Gambian Pouched Rat, Cricetomys gambianus
The Gambian pouched rat (Cricetomys gambianus), sometimes called the African giant pouch rat, is a nocturnal creature with poor eyesight. This rat can be found in the sub-Saharan areas of Africa, with a range including Senegal to Kenya and from Angola to Mozambique. Although the Gambian pouched rat has a large range, it does not appear in the Democratic Republic of the Congo most likely because Emin’s pouched rat resides there. The Gambian pouched rat prefers a habitat at anywhere between sea level and 6,600 feet. The burrows of this rat contain several passage ways, and a few chambers meant for sleeping and storage.
The Gambian pouched rat is one of the largest of all muroid rodent species, reaching body lengths of up to three feet. Although it is not a true rat, it is one of the unique species the African muroid rodent Suprfamily. This rat is named for the pouches in its cheeks, similar to those found in hamsters. It can be found living in groups of up to twenty individuals in thickets, termite mounds, or forests.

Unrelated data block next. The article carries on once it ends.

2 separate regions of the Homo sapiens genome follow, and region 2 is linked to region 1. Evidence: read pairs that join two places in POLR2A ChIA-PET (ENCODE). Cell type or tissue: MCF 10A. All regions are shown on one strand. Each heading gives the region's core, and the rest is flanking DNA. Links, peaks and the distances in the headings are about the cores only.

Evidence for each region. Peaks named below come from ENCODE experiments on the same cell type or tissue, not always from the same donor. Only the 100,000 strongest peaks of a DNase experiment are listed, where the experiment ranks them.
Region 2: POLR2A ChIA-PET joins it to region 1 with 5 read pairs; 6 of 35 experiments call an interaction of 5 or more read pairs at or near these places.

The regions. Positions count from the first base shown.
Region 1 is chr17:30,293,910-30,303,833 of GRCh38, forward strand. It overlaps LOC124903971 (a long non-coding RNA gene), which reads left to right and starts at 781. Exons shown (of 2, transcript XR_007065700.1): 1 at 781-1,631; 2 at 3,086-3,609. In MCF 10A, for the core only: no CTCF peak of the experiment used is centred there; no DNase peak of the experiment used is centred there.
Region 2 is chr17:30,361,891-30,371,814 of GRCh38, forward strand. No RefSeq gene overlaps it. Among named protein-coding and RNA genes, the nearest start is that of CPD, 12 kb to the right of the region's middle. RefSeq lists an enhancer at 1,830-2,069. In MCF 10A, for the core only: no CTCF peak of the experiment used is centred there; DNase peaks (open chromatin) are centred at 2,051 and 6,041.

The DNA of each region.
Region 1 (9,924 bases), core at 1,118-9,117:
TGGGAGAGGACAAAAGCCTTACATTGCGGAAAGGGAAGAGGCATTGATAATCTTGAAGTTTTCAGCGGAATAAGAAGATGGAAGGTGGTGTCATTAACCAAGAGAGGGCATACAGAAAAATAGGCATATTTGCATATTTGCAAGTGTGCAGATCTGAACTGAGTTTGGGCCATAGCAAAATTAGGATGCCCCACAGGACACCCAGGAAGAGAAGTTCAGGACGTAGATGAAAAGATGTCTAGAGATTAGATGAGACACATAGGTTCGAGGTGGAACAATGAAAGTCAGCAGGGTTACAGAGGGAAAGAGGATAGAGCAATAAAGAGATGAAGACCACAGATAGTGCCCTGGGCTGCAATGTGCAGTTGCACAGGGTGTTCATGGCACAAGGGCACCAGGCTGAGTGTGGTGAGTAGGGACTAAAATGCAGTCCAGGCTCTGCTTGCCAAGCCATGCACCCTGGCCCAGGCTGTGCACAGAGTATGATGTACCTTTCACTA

The pouches of the Gambian pouched rat can hold several pounds of food, which it gathers at night to be cached underground. This rat has been known to put so many date palms in its pouches that when it reaches its den, it can barely fit through the entrance. The diet of the Gambian pouched rat typically consists of crabs, snails, insects, and vegetables, but it prefers palm kernels and palm fruits. It will mate several times within a nine-month period, producing litters of up to six young. Male rats are known to be aggressive towards other males.
On Grassy Key in the Florida Keys, the Gambian pouched rat is considered an invasive species, after individuals kept as pets escaped. These rats were thought to have spread a case of monkey pox that infected twenty people. They received the disease from prairie dogs that caught it from the rats in the wild, before they were sold as pets. From these incidents, the CDC and FDA issued a command that prevents rodent importation.
The Gambian pouched rat is also known for aiding people in search for tuberculosis and land mines. They have an incredible sense of smell, and a Tanzanian social group founded by two Belgians, called APOPO, trains these rats. The pouch rats involved in the group are called HeroRATS. The Gambian pouched rat has a conservation status of “Least Concern”.
Image Caption: APOPO HeroRAT rat getting food reward. Credit: Gooutside/Wikipedia